For example, say your business is online news. Your "core" domain (the one that drives your business) is content generation, everything else is secondary. By producing better content faster, you'll grow your business. However, if you focus on solving the problem of resizing images (and hire a bunch of developers to write the software) then you're probably not going to grow your business.
DDD brings clarity, and through clarity, we're able to focus.
Talk to the experts
If you want to understand a problem, then you need to talk to the domain experts. A domain expert is someone that understands the problem better than anyone else, and they are able to tell you what's important and what isn't.
In most organisations, the domain experts are not the ones building a solution. DDD helps to bridge the knowledge gap between what the domain experts know and what those building the solution are trying to understand.
This is why a large chunk of DDD techniques have nothing to do with technology, instead they focus on people and ways to unearth complexity and ambiguity. If we're all on the same page, it's easier to move forward.
Building a shared understanding
One key way to gain clarity is to build a shared understanding of the problem, i.e. a domain model. If everyone has the same model in their head, then there's no ambiguity. It helps us avoid overly complicating our solutions, or worse, building the wrong one (e.g. the image resizer above).
Sprechen Sie Talk, huh?
Language is core to DDD. We use language to express our ideas, to explore problems and define solutions. If the domain is complex, then that language will be rich and complex, with its own subtleties and nuance.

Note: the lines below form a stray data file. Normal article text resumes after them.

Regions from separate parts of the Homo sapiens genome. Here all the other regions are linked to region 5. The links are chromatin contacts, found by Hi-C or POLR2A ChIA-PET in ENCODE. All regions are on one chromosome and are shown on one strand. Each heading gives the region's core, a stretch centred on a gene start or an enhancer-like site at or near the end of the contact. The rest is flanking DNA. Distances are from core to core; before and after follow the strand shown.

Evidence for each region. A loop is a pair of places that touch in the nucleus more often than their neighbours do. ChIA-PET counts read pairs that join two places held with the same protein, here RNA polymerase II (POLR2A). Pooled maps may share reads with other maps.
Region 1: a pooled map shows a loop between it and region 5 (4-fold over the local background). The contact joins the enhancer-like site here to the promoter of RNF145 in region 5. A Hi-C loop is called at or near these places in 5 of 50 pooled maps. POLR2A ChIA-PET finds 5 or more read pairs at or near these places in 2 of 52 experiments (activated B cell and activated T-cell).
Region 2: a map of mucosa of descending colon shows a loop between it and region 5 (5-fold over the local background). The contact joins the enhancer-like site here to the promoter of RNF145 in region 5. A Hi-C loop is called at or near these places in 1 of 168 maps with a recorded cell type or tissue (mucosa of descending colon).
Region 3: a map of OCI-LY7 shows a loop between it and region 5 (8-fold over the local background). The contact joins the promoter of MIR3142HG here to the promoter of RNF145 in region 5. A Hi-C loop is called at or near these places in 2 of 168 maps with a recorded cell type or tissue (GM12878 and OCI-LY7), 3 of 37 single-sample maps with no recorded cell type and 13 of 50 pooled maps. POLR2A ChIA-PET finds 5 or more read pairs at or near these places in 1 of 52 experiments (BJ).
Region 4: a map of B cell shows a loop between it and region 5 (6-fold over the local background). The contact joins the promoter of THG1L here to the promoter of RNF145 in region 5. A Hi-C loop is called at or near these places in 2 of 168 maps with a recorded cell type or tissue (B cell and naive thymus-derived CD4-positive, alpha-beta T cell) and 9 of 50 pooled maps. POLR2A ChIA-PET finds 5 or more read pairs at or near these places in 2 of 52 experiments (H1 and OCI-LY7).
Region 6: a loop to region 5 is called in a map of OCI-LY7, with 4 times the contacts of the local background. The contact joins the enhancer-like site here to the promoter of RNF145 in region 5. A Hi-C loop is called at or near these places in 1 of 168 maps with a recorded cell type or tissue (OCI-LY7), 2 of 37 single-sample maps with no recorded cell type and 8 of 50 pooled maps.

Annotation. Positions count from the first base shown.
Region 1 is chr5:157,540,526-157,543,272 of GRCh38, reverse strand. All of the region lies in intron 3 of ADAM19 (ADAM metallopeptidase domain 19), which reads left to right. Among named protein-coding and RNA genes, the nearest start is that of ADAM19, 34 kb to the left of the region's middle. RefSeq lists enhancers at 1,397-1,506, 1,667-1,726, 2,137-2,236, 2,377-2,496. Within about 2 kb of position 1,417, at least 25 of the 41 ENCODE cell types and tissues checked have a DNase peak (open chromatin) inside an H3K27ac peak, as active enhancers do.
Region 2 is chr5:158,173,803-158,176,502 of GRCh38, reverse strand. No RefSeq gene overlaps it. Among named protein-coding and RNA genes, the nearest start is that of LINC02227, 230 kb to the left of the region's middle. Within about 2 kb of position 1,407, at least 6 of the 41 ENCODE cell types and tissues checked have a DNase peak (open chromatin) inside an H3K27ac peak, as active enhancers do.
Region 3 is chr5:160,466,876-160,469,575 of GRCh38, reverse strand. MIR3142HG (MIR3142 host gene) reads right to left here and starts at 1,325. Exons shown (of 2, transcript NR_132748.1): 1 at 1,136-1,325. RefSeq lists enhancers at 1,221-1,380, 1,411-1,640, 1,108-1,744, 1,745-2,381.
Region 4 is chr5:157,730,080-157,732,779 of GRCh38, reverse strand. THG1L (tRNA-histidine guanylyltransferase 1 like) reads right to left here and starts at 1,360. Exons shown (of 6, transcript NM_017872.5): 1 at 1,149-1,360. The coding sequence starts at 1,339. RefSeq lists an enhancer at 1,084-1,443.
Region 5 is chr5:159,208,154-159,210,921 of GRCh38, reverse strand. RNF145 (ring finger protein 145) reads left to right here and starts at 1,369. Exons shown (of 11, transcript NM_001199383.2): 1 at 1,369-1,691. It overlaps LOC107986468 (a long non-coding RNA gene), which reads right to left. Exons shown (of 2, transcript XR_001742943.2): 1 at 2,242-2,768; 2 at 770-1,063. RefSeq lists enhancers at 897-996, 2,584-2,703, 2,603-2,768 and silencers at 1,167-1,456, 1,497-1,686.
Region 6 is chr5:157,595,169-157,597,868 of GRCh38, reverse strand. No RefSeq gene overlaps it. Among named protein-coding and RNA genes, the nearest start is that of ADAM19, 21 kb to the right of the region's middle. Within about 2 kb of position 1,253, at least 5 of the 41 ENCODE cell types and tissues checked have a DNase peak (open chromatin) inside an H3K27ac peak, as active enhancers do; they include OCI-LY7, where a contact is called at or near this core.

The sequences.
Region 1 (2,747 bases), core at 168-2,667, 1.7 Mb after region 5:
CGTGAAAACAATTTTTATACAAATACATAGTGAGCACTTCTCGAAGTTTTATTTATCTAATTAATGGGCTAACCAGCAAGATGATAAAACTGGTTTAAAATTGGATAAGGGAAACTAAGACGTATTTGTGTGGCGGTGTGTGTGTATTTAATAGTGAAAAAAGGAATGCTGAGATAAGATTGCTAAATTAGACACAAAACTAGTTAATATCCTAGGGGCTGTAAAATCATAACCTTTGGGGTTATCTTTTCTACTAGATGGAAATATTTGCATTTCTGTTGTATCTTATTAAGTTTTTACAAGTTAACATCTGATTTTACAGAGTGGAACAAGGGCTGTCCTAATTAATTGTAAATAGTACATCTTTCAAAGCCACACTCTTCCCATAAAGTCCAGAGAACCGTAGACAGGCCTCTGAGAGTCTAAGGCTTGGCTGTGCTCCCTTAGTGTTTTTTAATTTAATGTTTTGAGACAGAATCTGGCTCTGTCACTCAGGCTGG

The thing is, most people in your business may not share that language. Instead they use their own language to solve problems, which is fine. However, problems arise when two or more people try to communicate using different language without realising it, e.g. the same words but with different meanings. This causes ambiguity and its a leading cause of errors and misunderstandings.
The more people you add to the mix, the worse the problem gets. Take the typical chain of command for example.
That's a lot of room for mis-communication. If you've ever requested a feature and gotten back something that is way off the mark, this is why.
The solution is for everyone to work closely with domain experts to understand the language as the business defines it, and figure out where these language boundaries exist, i.e. when a word is being using in a different context. This enables everyone to communicate (i.e. have shared domain model), leading to less siloing, better collaboration and simpler solutions.